Vehicle scams soar

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26th May, 2021

Scammers are running rife in Australia, with vehicle scams ramping up for used cars, motorcycles, boats and caravans.

Scammers post fake online listings offering to sell in-demand vehicles at well below market value to lure potential buyers looking for a second hand vehicle.

One of the most concerning parts about these scams is that victims are providing sensitive personal information to the scammer, including their address, phone number and more alarmingly copies of their driver’s license.

To protect your identity, never provide your personal details to someone you have only met online and never send someone a copy of your drivers license, or provide your drivers license number - a drivers license is like gold to fraudsters to take over your identity.

Vehicle scams are commonly hosted on sites such as eBay, Facebook Marketplace, Autotrader, Car Sales, Cars Guide and Gumtree. Scammers seek payment to secure the car for the buyer but never deliver the vehicle.

The latest technique sees scammers pretending to be defence personnel. Reports indicate the scammer claims to be in the military (navy, army and air force), or to work for the Department of Defence, and want to sell their vehicle before deployment. This creates a sense of urgency with buyers and explains the unusually low listing price of the vehicles and why buyers can not inspect the vehicle prior to payment.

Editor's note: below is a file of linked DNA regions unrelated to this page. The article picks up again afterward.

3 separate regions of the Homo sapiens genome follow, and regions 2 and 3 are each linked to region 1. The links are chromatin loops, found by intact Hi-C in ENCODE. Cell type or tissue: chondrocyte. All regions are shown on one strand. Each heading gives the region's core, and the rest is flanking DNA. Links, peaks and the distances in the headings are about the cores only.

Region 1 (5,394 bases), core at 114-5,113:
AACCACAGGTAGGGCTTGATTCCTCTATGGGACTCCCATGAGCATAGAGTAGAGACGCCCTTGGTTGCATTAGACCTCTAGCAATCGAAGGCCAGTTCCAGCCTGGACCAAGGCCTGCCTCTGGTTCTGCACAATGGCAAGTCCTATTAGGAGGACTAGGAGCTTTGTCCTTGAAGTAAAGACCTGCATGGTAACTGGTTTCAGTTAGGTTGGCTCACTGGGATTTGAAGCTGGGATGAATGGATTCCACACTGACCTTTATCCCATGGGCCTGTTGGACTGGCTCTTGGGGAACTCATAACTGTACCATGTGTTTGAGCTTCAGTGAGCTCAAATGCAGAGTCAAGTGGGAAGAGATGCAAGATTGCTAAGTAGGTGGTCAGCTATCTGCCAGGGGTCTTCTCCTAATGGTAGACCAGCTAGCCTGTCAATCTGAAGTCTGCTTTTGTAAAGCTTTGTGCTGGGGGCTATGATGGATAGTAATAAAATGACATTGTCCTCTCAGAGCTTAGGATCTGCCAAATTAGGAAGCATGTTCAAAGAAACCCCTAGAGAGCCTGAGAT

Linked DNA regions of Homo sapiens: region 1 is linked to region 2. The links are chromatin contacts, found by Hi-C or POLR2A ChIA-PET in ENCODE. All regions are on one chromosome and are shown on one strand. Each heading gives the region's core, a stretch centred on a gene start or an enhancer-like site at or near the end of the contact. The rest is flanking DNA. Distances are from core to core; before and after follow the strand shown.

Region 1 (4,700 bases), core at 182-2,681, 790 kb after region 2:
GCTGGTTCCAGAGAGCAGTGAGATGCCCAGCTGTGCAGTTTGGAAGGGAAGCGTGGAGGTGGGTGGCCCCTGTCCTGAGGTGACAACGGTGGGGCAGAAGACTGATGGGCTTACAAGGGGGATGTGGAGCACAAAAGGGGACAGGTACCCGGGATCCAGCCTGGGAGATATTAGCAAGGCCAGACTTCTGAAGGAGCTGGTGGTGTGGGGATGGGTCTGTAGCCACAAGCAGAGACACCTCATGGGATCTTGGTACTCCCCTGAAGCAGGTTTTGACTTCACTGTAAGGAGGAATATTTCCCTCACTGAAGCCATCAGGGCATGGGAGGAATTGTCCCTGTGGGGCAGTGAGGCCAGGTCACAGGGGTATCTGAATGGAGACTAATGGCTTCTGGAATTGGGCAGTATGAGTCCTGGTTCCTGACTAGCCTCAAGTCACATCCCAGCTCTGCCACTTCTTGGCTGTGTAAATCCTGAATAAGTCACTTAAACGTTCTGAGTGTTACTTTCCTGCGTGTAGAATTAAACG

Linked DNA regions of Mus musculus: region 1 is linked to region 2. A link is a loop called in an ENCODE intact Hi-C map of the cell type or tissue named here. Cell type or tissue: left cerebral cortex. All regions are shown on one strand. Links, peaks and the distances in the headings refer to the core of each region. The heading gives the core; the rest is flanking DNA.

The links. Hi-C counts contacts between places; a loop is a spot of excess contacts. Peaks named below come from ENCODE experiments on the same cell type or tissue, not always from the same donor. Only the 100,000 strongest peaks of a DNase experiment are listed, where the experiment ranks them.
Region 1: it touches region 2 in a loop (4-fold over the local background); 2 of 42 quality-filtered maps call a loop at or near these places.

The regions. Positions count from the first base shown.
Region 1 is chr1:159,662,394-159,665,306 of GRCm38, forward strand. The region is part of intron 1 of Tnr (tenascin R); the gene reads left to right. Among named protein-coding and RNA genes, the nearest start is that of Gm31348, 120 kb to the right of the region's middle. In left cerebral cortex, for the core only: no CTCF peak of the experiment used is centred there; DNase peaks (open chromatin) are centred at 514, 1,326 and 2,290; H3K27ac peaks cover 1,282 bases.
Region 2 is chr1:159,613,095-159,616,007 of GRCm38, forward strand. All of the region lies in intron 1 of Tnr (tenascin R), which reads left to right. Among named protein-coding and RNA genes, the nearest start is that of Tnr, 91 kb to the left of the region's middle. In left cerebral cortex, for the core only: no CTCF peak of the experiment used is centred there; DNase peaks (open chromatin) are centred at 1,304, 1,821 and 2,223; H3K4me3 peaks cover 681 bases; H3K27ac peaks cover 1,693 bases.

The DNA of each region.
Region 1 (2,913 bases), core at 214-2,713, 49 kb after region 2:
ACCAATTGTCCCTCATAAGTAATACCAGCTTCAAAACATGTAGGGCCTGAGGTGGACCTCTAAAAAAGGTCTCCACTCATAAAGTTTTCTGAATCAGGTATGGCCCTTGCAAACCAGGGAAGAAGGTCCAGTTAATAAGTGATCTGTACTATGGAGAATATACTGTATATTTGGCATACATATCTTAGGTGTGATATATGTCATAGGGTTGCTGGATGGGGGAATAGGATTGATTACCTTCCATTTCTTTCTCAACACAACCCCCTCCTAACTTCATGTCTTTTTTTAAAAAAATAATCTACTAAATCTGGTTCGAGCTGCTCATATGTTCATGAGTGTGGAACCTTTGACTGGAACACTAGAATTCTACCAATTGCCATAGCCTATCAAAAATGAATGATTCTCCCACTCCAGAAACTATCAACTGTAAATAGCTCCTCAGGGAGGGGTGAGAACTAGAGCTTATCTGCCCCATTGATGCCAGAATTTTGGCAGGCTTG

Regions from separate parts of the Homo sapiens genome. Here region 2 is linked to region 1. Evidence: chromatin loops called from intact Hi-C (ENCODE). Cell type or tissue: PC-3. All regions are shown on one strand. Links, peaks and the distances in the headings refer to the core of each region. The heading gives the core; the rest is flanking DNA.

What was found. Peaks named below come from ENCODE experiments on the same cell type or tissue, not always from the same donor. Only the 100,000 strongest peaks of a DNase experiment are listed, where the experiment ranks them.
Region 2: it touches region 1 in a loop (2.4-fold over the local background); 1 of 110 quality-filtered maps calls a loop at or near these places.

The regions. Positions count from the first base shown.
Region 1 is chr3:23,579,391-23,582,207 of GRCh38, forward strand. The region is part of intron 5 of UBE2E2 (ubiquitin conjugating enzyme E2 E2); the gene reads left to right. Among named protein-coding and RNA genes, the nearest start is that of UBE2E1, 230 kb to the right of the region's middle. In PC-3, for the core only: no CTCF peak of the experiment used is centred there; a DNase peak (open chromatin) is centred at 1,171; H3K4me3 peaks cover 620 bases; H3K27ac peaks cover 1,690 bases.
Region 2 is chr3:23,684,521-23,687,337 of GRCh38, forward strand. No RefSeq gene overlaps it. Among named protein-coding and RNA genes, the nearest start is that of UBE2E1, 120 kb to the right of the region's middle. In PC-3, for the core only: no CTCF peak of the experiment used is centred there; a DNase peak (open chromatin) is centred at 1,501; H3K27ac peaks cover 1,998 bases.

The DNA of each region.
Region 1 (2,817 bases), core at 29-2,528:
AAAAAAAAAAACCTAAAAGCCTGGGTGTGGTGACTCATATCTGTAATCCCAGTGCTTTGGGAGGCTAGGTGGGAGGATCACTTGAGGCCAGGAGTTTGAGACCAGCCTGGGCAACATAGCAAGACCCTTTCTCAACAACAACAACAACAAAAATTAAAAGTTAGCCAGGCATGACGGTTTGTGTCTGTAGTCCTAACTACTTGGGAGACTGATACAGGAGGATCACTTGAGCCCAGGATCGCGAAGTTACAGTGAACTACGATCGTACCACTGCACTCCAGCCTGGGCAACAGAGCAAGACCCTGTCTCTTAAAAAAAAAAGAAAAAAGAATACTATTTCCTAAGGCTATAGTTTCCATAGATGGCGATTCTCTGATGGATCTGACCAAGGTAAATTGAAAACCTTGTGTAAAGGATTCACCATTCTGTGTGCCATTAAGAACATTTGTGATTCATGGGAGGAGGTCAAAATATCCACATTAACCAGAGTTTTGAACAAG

Warning signs to watch out for:

  • A price that is too good to be true: if a classified ad offers a vehicle at a very low price, this should raise alarm bells.
  • Payment via third party third party website or escrow agent: a third party who is supposed to ‘hold’ the money from the buyer until goods are received, before releasing the funds to the seller.
  • Payment first: the seller insists on payment before meeting the buyer or allowing them to pick up their new car.
  • Fast sale: sellers  needing to sell in a hurry.
  • No inspection:  seller making up excuses to avoid inspections, such as being deployed or moving away.

Always try to inspect the vehicle before purchase and avoid unusual payment methods. If you have any doubts do not proceed with the sale. Consumers should trust their instincts. If something seems too good to be true, it probably is.

When purchasing online, always use PayPal, this reduces the risk of your card becoming compromised.

What to do if you have been scammed:

If you have been the victim of a scam, contact your bank as soon as possible and contact the platform on which you were scammed to inform them of the circumstances. 

If you provided personal information, bank card information or bank account details (even if the sale didn't proceed) contact your bank immediately as your card and/or account has likely been compromised.

If you have experienced a loss online and believe the perpetrator is located in Australia, you can also report the scam to ReportCyber, they triage reports and allocate them to the relevant law enforcement authorities for further action.
Victims of identity theft, or cybercrime can contact IDCARE, a free government-funded service that will work with you to develop a specific response plan to your situation and provide support. You can contact IDCARE on 1800 595 160 or visit


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